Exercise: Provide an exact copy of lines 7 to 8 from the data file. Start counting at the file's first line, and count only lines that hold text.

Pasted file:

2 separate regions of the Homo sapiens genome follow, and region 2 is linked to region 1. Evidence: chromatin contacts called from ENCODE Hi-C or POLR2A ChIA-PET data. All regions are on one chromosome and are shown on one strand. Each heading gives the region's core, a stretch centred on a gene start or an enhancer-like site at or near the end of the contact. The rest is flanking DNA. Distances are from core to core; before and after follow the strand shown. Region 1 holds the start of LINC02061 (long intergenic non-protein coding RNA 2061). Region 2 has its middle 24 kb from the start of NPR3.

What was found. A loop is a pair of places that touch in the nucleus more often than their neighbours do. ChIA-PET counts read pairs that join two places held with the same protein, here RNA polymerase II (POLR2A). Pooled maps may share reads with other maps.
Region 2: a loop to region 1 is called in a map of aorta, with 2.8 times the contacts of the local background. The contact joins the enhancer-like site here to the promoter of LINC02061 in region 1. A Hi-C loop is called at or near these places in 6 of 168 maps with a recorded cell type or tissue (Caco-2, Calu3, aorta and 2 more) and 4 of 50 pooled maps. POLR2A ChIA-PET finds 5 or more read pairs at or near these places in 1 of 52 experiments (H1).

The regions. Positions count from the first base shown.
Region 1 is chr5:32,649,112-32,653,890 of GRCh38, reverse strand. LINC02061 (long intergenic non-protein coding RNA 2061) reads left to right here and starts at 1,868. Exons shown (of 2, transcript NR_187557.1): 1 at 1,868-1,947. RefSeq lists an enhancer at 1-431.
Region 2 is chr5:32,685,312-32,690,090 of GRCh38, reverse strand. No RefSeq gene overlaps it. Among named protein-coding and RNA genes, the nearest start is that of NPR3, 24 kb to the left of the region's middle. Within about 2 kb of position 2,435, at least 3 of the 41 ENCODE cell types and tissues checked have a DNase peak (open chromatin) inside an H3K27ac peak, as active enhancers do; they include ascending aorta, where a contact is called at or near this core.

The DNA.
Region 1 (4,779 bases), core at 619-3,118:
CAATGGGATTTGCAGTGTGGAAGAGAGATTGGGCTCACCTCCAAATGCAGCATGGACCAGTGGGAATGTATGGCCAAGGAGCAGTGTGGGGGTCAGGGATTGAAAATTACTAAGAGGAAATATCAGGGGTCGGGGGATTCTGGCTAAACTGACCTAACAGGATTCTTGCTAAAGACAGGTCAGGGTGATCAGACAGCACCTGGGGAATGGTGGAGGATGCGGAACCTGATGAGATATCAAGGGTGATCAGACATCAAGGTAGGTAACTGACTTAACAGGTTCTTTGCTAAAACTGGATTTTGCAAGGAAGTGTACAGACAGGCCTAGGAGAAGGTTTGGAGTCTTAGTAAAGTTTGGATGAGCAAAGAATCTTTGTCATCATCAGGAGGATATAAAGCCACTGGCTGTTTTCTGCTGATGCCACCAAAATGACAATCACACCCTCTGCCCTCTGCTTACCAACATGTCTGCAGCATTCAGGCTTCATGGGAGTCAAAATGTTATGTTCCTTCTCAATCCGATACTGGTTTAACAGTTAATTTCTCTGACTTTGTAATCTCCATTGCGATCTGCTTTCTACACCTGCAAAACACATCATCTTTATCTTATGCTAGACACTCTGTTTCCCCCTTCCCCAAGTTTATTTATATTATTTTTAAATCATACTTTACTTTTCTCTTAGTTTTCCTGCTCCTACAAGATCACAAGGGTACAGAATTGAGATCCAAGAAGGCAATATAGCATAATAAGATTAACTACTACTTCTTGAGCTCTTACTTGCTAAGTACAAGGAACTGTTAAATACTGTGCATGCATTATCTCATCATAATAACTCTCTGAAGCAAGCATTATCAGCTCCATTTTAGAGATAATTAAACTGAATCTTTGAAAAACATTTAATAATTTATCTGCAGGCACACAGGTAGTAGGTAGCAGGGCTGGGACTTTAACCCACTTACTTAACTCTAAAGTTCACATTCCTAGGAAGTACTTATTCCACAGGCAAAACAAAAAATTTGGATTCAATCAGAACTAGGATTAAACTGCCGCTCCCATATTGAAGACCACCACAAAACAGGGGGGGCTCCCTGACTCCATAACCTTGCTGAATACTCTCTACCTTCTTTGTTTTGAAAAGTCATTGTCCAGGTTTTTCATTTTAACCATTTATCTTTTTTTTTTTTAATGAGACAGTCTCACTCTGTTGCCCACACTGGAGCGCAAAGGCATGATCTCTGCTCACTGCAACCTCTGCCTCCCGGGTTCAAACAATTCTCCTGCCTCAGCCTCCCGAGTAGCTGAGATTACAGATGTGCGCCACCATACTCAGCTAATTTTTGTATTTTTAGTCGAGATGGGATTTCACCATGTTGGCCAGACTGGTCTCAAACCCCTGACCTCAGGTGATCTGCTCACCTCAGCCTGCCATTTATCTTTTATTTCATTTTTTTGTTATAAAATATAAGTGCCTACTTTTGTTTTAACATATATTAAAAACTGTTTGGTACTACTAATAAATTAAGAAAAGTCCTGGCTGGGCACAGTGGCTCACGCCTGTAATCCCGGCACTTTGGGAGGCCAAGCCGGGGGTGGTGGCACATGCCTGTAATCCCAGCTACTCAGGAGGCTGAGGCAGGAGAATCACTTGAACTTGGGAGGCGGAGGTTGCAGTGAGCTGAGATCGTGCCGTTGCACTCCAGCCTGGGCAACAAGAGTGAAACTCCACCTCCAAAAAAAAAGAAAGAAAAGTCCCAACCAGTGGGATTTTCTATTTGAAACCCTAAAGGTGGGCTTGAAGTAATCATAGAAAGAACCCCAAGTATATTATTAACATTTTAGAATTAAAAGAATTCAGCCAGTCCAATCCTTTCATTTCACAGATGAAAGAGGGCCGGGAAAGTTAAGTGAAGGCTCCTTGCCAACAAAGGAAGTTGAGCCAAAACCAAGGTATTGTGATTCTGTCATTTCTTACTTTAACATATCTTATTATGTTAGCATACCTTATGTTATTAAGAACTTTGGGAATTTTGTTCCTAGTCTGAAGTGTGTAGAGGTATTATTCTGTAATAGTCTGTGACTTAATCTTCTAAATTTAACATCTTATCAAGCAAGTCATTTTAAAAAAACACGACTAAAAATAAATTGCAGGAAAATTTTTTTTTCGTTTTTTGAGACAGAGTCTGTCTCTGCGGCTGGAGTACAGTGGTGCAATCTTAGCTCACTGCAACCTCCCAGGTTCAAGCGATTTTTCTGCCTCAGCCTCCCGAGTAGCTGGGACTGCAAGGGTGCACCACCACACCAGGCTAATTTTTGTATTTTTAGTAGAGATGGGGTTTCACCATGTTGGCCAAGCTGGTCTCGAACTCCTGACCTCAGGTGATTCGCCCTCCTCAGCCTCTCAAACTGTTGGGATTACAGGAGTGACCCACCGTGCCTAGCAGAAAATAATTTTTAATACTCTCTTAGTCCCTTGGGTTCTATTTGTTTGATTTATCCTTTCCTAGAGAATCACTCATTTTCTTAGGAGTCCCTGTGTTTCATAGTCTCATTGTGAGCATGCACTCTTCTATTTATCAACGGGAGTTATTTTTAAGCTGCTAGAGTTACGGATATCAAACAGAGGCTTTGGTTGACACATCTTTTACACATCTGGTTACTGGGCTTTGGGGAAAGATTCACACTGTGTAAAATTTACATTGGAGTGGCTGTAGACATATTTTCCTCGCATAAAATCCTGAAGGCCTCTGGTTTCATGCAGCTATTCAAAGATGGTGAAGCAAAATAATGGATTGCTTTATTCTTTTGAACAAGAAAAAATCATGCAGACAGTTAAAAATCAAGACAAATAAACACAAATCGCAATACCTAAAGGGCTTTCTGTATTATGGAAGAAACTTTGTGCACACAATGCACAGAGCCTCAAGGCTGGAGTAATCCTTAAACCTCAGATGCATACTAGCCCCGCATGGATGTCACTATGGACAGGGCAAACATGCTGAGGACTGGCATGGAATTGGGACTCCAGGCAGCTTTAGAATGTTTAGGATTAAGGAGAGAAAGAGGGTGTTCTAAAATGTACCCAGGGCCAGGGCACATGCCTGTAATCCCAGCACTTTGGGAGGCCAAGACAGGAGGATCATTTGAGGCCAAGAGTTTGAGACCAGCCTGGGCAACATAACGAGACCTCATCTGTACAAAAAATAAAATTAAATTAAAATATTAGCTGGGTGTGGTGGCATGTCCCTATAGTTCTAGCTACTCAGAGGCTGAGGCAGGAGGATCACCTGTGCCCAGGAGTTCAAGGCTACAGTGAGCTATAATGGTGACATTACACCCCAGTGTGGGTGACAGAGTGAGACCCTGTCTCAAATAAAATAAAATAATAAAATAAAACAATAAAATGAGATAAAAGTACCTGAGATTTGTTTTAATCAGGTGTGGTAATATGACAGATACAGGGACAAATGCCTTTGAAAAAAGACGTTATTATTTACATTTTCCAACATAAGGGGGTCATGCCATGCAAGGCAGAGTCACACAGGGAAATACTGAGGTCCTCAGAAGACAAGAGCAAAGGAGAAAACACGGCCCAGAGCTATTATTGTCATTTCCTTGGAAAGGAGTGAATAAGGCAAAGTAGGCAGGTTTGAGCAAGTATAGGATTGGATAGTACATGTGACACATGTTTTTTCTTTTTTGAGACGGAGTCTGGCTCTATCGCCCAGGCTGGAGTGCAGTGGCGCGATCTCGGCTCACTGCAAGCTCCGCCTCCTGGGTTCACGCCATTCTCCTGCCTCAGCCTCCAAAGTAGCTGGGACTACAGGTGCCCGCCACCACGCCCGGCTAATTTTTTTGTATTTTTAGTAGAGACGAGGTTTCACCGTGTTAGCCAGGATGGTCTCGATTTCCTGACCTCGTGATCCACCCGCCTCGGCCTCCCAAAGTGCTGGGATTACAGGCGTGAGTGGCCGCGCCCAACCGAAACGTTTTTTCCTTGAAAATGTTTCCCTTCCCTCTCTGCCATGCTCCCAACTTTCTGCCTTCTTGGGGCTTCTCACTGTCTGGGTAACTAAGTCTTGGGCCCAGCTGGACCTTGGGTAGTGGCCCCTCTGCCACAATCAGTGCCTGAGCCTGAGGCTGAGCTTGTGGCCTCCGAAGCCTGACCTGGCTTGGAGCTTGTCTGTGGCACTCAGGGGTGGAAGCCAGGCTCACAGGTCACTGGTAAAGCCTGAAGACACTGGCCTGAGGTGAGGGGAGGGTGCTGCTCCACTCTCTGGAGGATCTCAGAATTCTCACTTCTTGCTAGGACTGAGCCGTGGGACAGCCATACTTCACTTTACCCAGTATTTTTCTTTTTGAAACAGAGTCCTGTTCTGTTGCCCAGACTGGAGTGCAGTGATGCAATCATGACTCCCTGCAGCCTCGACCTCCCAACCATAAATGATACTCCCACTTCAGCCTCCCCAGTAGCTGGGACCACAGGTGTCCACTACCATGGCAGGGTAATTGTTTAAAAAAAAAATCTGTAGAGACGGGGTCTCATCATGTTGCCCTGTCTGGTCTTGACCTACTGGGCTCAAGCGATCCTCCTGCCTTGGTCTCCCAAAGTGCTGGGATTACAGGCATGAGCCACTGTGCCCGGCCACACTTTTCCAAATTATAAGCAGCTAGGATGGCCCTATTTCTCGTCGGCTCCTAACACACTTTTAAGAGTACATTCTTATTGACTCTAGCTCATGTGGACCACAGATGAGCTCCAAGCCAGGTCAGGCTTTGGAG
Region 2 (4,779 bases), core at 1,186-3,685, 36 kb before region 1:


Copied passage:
The DNA.
Region 1 (4,779 bases), core at 619-3,118: